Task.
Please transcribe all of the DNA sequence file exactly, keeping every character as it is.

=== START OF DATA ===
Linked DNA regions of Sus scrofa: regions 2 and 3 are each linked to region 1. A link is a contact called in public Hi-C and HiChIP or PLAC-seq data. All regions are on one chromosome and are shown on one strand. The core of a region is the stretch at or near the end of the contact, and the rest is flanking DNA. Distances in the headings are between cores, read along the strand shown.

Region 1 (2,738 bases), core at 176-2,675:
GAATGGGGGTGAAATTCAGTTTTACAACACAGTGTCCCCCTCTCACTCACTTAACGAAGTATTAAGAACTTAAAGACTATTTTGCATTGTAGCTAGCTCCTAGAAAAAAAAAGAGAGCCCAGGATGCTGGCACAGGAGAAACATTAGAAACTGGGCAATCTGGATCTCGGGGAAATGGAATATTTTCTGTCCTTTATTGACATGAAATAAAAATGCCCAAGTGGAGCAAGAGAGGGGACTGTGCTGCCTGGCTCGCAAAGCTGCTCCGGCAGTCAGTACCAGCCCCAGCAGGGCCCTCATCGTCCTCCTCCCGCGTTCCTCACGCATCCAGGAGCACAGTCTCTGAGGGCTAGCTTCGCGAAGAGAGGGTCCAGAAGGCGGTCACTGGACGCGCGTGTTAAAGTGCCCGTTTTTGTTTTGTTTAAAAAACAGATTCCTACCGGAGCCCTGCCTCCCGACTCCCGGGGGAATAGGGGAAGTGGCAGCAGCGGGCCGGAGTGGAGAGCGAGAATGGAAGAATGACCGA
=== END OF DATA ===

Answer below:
Linked DNA regions of Sus scrofa: regions 2 and 3 are each linked to region 1. A link is a contact called in public Hi-C and HiChIP or PLAC-seq data. All regions are on one chromosome and are shown on one strand. The core of a region is the stretch at or near the end of the contact, and the rest is flanking DNA. Distances in the headings are between cores, read along the strand shown.

Region 1 (2,738 bases), core at 176-2,675:
GAATGGGGGTGAAATTCAGTTTTACAACACAGTGTCCCCCTCTCACTCACTTAACGAAGTATTAAGAACTTAAAGACTATTTTGCATTGTAGCTAGCTCCTAGAAAAAAAAAGAGAGCCCAGGATGCTGGCACAGGAGAAACATTAGAAACTGGGCAATCTGGATCTCGGGGAAATGGAATATTTTCTGTCCTTTATTGACATGAAATAAAAATGCCCAAGTGGAGCAAGAGAGGGGACTGTGCTGCCTGGCTCGCAAAGCTGCTCCGGCAGTCAGTACCAGCCCCAGCAGGGCCCTCATCGTCCTCCTCCCGCGTTCCTCACGCATCCAGGAGCACAGTCTCTGAGGGCTAGCTTCGCGAAGAGAGGGTCCAGAAGGCGGTCACTGGACGCGCGTGTTAAAGTGCCCGTTTTTGTTTTGTTTAAAAAACAGATTCCTACCGGAGCCCTGCCTCCCGACTCCCGGGGGAATAGGGGAAGTGGCAGCAGCGGGCCGGAGTGGAGAGCGAGAATGGAAGAATGACCGA